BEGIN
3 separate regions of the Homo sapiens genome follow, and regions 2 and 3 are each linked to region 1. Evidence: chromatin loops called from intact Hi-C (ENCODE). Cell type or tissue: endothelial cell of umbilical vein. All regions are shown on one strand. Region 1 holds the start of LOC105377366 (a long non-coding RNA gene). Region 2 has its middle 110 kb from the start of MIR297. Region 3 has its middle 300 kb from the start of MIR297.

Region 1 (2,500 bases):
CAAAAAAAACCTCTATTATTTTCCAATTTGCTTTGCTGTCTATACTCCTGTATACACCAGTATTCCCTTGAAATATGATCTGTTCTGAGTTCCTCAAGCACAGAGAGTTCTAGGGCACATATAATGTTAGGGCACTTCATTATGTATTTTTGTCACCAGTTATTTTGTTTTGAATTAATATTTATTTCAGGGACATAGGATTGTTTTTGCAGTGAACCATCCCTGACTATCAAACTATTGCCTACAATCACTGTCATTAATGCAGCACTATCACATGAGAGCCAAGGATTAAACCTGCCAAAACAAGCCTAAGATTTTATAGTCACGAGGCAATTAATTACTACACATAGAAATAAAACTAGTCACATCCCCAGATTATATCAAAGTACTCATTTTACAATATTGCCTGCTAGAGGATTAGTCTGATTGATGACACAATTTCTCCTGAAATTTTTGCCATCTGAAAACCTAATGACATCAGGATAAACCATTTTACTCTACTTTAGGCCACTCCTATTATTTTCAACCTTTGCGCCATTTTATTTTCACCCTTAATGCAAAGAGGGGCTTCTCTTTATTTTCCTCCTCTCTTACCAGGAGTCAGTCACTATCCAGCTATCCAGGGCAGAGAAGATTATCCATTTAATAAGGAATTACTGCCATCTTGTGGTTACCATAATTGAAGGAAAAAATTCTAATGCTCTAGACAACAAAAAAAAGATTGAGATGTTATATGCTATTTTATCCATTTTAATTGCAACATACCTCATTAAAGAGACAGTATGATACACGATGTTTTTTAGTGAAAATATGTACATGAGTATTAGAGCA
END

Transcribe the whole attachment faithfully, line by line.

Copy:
3 separate regions of the Homo sapiens genome follow, and regions 2 and 3 are each linked to region 1. Evidence: chromatin loops called from intact Hi-C (ENCODE). Cell type or tissue: endothelial cell of umbilical vein. All regions are shown on one strand. Region 1 holds the start of LOC105377366 (a long non-coding RNA gene). Region 2 has its middle 110 kb from the start of MIR297. Region 3 has its middle 300 kb from the start of MIR297.

Region 1 (2,500 bases):
CAAAAAAAACCTCTATTATTTTCCAATTTGCTTTGCTGTCTATACTCCTGTATACACCAGTATTCCCTTGAAATATGATCTGTTCTGAGTTCCTCAAGCACAGAGAGTTCTAGGGCACATATAATGTTAGGGCACTTCATTATGTATTTTTGTCACCAGTTATTTTGTTTTGAATTAATATTTATTTCAGGGACATAGGATTGTTTTTGCAGTGAACCATCCCTGACTATCAAACTATTGCCTACAATCACTGTCATTAATGCAGCACTATCACATGAGAGCCAAGGATTAAACCTGCCAAAACAAGCCTAAGATTTTATAGTCACGAGGCAATTAATTACTACACATAGAAATAAAACTAGTCACATCCCCAGATTATATCAAAGTACTCATTTTACAATATTGCCTGCTAGAGGATTAGTCTGATTGATGACACAATTTCTCCTGAAATTTTTGCCATCTGAAAACCTAATGACATCAGGATAAACCATTTTACTCTACTTTAGGCCACTCCTATTATTTTCAACCTTTGCGCCATTTTATTTTCACCCTTAATGCAAAGAGGGGCTTCTCTTTATTTTCCTCCTCTCTTACCAGGAGTCAGTCACTATCCAGCTATCCAGGGCAGAGAAGATTATCCATTTAATAAGGAATTACTGCCATCTTGTGGTTACCATAATTGAAGGAAAAAATTCTAATGCTCTAGACAACAAAAAAAAGATTGAGATGTTATATGCTATTTTATCCATTTTAATTGCAACATACCTCATTAAAGAGACAGTATGATACACGATGTTTTTTAGTGAAAATATGTACATGAGTATTAGAGCA